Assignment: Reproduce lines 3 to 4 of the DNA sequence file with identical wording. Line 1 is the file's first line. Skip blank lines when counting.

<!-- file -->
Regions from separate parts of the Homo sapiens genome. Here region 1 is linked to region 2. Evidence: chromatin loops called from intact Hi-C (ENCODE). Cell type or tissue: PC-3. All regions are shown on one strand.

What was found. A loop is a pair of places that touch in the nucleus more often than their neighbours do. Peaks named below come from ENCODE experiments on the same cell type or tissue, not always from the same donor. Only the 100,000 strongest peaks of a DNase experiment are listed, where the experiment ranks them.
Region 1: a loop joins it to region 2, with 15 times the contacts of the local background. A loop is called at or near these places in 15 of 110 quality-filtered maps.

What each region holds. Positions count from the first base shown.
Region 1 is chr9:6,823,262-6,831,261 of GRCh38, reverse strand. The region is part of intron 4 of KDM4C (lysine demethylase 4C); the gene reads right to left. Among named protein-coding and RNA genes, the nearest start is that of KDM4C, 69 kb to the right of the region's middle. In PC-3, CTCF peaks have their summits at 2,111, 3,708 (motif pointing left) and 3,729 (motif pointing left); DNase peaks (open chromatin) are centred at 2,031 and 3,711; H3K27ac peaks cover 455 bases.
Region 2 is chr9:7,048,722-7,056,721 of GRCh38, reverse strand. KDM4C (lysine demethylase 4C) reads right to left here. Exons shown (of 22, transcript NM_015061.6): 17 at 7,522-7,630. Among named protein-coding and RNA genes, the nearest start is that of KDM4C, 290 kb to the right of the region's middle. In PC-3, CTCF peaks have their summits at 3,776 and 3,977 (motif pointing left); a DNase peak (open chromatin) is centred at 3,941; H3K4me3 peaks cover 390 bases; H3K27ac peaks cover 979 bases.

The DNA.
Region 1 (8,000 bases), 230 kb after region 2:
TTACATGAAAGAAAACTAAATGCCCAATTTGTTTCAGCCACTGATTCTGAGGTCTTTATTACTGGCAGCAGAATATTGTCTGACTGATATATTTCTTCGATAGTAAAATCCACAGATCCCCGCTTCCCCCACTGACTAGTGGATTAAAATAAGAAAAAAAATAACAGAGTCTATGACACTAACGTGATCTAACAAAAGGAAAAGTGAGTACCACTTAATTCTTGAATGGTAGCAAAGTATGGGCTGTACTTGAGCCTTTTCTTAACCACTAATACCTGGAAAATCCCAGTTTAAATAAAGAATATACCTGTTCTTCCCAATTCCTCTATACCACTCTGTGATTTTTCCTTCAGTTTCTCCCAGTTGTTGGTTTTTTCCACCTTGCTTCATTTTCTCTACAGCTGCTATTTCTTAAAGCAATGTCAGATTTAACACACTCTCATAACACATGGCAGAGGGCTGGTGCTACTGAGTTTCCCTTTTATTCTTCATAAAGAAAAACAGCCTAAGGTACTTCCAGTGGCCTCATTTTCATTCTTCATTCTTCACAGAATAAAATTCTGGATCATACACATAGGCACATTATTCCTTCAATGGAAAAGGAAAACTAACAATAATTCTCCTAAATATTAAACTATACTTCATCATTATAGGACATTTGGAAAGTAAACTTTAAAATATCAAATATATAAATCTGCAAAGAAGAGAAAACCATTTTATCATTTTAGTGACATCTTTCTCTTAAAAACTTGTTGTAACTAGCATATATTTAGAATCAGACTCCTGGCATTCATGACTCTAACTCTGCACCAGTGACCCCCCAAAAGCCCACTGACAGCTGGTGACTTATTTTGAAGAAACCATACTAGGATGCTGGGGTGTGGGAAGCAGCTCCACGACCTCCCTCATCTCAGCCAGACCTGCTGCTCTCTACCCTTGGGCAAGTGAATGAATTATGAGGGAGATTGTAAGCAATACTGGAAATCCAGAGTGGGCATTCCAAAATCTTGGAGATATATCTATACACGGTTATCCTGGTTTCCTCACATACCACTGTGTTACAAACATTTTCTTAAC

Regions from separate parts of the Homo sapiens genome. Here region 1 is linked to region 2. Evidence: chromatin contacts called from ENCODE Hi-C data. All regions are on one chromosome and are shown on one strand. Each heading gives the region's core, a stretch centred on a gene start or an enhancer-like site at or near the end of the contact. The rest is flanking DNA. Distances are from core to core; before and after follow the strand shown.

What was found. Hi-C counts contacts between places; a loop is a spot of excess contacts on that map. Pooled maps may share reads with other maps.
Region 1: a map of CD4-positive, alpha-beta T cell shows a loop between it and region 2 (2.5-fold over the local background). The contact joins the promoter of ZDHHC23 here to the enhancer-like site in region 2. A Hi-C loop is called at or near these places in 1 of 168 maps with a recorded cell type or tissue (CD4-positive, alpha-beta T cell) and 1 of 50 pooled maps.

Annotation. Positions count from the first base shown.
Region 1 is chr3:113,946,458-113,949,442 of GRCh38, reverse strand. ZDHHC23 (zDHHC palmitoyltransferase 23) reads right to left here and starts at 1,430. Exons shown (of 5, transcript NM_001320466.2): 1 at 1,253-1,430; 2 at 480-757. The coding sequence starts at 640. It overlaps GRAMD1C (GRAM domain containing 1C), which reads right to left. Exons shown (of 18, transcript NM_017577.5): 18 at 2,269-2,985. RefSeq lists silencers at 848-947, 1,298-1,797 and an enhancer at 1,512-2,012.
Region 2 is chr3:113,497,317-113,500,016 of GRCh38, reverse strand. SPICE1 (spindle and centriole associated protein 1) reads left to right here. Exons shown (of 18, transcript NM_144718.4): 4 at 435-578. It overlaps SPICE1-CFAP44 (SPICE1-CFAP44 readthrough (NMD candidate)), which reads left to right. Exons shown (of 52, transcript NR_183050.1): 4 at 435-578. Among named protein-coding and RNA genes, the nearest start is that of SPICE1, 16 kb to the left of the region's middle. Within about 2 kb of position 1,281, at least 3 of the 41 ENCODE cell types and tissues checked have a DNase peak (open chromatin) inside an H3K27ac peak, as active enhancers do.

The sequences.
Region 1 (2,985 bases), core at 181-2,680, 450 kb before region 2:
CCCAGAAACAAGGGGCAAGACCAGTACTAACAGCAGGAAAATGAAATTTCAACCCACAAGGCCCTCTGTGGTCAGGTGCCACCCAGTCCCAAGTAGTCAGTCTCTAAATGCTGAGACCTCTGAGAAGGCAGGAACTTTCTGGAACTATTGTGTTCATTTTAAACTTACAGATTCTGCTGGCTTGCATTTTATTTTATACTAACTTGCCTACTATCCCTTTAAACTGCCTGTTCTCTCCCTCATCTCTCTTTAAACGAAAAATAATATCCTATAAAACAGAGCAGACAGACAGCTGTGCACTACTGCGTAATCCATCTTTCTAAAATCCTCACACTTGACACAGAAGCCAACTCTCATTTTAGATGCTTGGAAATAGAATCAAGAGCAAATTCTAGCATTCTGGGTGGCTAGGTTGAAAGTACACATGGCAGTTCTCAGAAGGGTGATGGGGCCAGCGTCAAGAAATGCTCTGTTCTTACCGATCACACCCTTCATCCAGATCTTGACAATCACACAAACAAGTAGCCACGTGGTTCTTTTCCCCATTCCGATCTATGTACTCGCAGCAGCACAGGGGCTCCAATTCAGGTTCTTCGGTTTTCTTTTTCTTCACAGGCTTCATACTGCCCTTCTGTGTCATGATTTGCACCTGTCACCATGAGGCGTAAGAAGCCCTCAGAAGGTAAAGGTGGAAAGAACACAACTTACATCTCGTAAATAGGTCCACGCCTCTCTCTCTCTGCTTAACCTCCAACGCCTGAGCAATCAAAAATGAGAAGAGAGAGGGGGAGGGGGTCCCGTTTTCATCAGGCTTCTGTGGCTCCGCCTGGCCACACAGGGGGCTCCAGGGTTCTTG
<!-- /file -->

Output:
Region 1: a loop joins it to region 2, with 15 times the contacts of the local background. A loop is called at or near these places in 15 of 110 quality-filtered maps.

What each region holds. Positions count from the first base shown.